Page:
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Developing Maths Skills

Developing Maths Skills



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Published by malmane

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Published by: malmane on Oct 23, 2008
Copyright:Attribution Non-commercial


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A bt abut tach mathmatcs th scdary sch
DevelopingMATHeMATiCS SkillS
Coin Recognition
Practical Work
Number Concepts
Before and After
Concrete to Formal
Handling Money
This booklet is designed to provide critical information and teaching strategies for secondaryteachers and Learning Support Assistants to enable pupils with Down’s syndrome to accessthe secondary mathematics curriculum.
The booklet outlines the mathematics learning process and the possible difculties that may
arise for young people with Down’s syndrome. It focuses upon the importance of conceptdevelopment and how developmental delay impacts upon learning. Advice and guidance is providedin the following areas:How pupils with Down’s syndrome learn and the strategies that can be used to facilitatetheir learning.How the learning style of pupils with Down’s syndrome affects their development ofmathematics skills and concepts.Assisting pupils to demonstrate knowledge and understanding.Teaching a relevant mathematical curriculum.Using the curriculum to develop life skills.Using the mathematics curriculum to promote self esteem.Differentiation of the secondary mathematics curriculum is vital to the successful inclusion ofpupils with Down’s syndrome and for this purpose the accompanying disk contains examples ofdifferentiated teaching resources. This illustrates the levels of adaptation and differentiationthat may be necessary and are focused upon the mathematics skills that are important toeveryday life during school years and beyond.Cecilie Mackinnon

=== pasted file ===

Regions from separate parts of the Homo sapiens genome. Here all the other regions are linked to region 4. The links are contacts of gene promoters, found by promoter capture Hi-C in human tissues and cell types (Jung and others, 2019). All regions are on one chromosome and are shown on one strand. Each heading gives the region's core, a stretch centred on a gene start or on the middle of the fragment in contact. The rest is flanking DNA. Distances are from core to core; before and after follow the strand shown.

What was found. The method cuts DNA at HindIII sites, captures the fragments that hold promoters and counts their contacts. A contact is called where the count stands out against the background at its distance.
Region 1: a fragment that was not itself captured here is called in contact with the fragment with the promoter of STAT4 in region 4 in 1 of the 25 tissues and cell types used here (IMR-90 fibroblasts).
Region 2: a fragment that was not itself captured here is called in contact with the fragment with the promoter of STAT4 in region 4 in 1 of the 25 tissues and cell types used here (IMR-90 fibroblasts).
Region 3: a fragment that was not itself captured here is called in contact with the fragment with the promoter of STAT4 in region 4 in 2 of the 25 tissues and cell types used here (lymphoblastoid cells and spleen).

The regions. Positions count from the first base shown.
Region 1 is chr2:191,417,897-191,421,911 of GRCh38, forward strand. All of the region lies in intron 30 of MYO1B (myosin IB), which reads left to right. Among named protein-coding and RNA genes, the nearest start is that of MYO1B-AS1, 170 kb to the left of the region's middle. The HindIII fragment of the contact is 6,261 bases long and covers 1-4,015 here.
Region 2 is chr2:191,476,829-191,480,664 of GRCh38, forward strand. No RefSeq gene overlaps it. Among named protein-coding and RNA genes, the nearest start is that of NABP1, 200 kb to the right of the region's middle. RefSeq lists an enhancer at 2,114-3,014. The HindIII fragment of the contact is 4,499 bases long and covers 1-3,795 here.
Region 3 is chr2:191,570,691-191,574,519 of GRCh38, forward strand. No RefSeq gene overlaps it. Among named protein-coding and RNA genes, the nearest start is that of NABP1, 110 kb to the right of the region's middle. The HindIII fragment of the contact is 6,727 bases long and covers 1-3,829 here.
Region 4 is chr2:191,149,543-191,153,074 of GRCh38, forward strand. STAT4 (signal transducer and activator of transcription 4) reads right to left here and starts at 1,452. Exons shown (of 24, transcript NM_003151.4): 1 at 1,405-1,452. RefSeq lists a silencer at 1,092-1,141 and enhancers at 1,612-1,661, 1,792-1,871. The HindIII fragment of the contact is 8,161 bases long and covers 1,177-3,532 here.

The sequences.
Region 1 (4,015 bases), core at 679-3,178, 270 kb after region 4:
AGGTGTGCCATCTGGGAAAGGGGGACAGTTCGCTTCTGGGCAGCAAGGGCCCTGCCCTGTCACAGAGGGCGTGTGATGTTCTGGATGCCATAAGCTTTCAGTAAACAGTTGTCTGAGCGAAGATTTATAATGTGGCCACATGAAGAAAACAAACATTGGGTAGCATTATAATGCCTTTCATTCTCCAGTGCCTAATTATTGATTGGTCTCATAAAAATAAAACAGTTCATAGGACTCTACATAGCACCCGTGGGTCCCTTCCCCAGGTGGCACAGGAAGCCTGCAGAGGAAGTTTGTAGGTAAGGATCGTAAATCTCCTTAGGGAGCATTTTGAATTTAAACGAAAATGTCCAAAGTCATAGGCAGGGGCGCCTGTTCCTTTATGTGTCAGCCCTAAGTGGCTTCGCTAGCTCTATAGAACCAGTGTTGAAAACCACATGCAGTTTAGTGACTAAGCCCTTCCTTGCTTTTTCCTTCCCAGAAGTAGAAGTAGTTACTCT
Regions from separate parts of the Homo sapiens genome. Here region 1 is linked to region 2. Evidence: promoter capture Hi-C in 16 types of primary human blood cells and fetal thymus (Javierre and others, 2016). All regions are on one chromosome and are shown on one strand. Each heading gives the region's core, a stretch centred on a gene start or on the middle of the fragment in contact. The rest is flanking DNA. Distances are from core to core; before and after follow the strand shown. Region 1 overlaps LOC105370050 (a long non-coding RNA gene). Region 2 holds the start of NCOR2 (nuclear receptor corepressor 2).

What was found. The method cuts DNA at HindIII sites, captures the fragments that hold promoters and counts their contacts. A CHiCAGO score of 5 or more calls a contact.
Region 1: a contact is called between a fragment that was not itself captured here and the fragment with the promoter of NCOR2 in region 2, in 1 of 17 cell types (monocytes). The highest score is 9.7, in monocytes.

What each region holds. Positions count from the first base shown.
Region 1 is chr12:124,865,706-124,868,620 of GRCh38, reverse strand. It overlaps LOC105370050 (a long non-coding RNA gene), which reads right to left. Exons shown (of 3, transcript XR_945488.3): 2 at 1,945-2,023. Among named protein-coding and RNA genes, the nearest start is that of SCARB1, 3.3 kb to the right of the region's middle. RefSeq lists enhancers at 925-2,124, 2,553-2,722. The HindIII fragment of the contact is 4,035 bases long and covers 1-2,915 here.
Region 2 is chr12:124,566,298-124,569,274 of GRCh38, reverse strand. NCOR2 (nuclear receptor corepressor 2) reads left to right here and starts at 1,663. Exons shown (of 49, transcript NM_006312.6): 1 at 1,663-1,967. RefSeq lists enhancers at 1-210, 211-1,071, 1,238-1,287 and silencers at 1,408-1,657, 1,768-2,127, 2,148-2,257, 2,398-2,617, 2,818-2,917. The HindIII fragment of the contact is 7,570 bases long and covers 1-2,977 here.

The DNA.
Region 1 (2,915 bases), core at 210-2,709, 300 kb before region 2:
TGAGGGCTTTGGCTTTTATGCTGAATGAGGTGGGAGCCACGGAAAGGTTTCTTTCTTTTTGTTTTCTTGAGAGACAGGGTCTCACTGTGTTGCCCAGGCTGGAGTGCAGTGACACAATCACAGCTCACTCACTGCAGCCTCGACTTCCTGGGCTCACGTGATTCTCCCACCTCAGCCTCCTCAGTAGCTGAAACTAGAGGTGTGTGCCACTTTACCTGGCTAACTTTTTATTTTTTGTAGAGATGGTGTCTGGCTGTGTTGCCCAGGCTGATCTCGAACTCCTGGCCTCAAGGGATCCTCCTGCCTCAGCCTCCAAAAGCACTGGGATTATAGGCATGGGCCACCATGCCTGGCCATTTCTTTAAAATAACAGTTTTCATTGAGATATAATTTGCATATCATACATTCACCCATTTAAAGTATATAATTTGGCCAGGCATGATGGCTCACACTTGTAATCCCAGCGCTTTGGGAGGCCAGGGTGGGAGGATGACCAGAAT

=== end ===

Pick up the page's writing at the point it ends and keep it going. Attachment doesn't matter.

Curriculum Development Ofcer
Down’s Syndrome Scotland
Mathematics skills play an important role in our lives by providing what is needed in everydayactivities such as buying food and clothes, telling the time, using public transport and playing
games. They are vital for all children regardless of ability since they have a signicant role
in developing their understanding of the way their world is organised. They are hierarchical
and need a degree of condence with numbers and measure, an understanding of the number
system, reliable computation and the ability and motivation to solve number problems in avariety of situations and purposes.
Generally, pupils with Down’s syndrome have signicant difculty learning mathematical skills
and concepts. The developmental stages and the acquisition of these skills is mostly similar totheir typically developing peers, although a great deal slower. Number competence is linked moreto levels of knowledge, understanding and language development than to Down’s syndrome.During the pre-school years typically developing children learn about their environment as theyplay. In this period early mathematics learning takes place. Through play children manipulateand investigate objects of many kinds and discover the elementary properties such as size,texture, weight, volume and capacity. Gradually they develop an understanding of conceptssuch as ‘same’ and ‘different’.
Children with Down’s syndrome often experience difculty processing the information theyreceive from their senses and then coordinating movements. They may experience difculty
manipulating objects and not explore their environment to the same degree as their peers.Consequently, they may not grasp that objects can be the same in one aspect and different
in another but still be classied as ‘same’. This concept is vital to the development of skills in
matching, comparing, sorting, labelling, mapping and ordering.Children with Down’s syndrome typically experience some degree of delayed speech andlanguage. Any delay in learning to understand and use language inevitably leads to cognitivedelay. The ability to access the mathematics curriculum will, therefore, be compromised.Some mathematical concepts may be beyond the ability of some pupils at a particular timebut be appropriate at a later stage in development. This will determine the timing of teachingcertain areas of the curriculum.In view of this, it is advisable to follow a personally differentiated mathematics curriculumthat observes the individual pace of learning and not necessarily cover all aspects of the 5-14Curriculum Guidelines (Scotland), or the National Curriculum (England and Wales).To enable full access to the curriculum, support materials and tasks should be pitched at anappropriate cognitive and language level. Knowledge of a young person’s strengths and needswill provide the necessary information in planning a mathematics curriculum. It should providefor a continuum of developing knowledge and understanding of concepts and skills.

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